Transcript for Bystanders deliver powerful, emotional testimony at Derek Chauvin trial: Part 7
The calls for justice for George Floyd growing louder. The black man in Minneapolis dying after an encounter with police. His death causing national outrage. No justice, no peace! This video was powerful, and it became clear that not only is everyone in Minneapolis wondering what's going on, people all across the country and all across the world were trying to figure out what's going on in Minneapolis. Hands up! Don't shoot! Hands up! Don't shoot! In Minneapolis, the issue of officers interacting with people of color and having problems or using excessive force against people of color, I think, is very widespread. In the last eight years, they have taken in 3,434 complaints. They have disciplined 20 of them. And when the case is closed without discipline, the public never gets to learn what happened in that case and what sort of talk the officer had with their supervisor. I'm about to die. Relax! When Derek chauvin had his knee on George Floyd's neck, he knew that we have a culture of impunity in Minneapolis police department. Derek chauvin had about 17 different complaints lodged against him, but the detail of those complaints are really not We have no idea what they're about. They could be nothing or they could all be really serious and we don't know. I think it's pretty reasonable to suspect that there is some misconduct hidden within those complaints that were closed, no discipline. Back in 2013, lasean Braddock accused Derek chauvin and another officer of abusing him after a traffic stop. I was beat up and mistreated by Derek chauvin. I remember my face being on the ground and it was cold and it ground and it was cold and it was hurting. He had his knees on my head and Braddock is charged with failure to comply and obstruction of justice, but in the end, all those charges against him are dismissed. So I put a complaint in against him, hoping that something would happen. I don't know to this day if they processed it, if they reviewed it, or anything. Minneapolis office of police conduct review has no comment about the complaint. I feel like if they'd have took me seriously, then George Floyd might still be alive, you know? For over 20 years, we've operated a hotline and people call in with their complaints about police. On may 25th that evening I was just in my home and people started messaging me saying, you've got to see this video on Facebook. Get on Facebook. So I went up and I looked at the video, and almost immediately I said, that's Derek chauvin. I recognized him because we had gotten so many complaints about him on our hotline. Shauch is charged with second-degree manslaughter in the death of George Floyd. It's really hard to convince a jury that a cop committed murder. Even when you can see it with your own eyes, right? You're going to learn in this case a lot about what it means to be a public servant and to have the honor of wearing this badge. Here's what he's doing in this case. One, Derek chauvin caused the death of George Floyd. It's causation. And number two, his decision to put his knee on the neck was unreasonable. And they have to prove both of those things beyond a reasonable doubt. It's a police officer, so that's a really high burden, and they know it. Mr. Floyd at some point the completely passed out. Mr. Chauvin continues on as he had, knee on the neck, knee on the back. You'll see he does not let up and he does not get up. Mr. Chauvin is told that they can't even find a pulse on Mr. Floyd. You will see that he does not let up and that he does not get One of the defense's strategies was that Derek chauvin had been trained to do what he did, that the kind of restraint he kept George Floyd in was all part of what he had learned from the academy. You will learn that Derek chauvin did exactly what he had been trained to do over the course of his 19-year career. The use of force is not attractive, but it is a necessary component of policing. Erik Nelson told the jury that Derek chauvin did exactly what his training had taught him to do in this incident. Prosecutors pounced on that theory right away but bringing in the police chief to rebut that argument. That is not part of our policy. That is not what we teach. Once Mr. Floyd had stopped resisting, and certainly once he was in distress and trying to verbalize that, that should have stopped. It is not part of our training and it is certainly not part of our ethics or our values. We don't often see chiefs of police testifying against their own. We don't often see a police chief getting up there and saying, my officer in high stress situation didn't do the right thing. That is huge for the prosecution. So, the prosecution says, believe your eyes. The defense says, consider this other scientific evidence. And at the end of the day, the defense doesn't have to convince everybody. If even one juror thinks, well, maybe there's a reasonable doubt about that, they've won. As the defense is preparing to present its case, just 10 miles away, there is another incident, again with a white police officer, unarmed African-American man who ends up dead. Breaking news in Brooklyn center. A 20-year-old black man killed during a traffic stop.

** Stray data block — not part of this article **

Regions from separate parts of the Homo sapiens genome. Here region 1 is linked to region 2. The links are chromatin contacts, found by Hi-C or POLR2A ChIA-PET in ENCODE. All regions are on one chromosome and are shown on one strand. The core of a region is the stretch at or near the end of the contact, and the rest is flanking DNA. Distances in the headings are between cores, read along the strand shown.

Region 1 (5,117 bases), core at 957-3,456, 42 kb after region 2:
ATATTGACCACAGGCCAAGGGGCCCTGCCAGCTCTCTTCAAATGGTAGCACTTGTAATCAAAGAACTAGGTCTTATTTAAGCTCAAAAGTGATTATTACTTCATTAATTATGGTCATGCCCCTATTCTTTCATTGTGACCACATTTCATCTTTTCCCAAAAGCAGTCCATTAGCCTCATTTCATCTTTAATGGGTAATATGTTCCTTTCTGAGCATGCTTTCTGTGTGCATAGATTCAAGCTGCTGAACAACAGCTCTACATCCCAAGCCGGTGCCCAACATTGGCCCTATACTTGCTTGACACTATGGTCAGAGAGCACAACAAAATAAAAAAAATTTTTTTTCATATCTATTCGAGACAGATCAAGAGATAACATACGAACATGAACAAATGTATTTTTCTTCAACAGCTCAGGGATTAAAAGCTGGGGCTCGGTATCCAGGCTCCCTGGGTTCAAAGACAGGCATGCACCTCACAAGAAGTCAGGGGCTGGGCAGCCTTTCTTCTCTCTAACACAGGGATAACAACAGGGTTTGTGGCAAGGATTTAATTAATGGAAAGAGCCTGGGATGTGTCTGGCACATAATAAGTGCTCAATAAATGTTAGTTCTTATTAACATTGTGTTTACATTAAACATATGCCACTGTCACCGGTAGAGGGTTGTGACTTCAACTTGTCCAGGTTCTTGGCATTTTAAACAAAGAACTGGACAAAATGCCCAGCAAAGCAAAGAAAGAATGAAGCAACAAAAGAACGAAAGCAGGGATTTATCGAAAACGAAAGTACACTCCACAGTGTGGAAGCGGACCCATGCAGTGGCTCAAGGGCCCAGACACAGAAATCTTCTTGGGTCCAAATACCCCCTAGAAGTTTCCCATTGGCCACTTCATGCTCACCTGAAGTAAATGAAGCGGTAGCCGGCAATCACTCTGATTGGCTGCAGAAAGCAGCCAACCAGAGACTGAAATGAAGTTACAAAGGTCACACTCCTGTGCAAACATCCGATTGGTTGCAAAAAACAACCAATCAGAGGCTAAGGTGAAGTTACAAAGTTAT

This transcript has been automatically generated and may not be 100% accurate.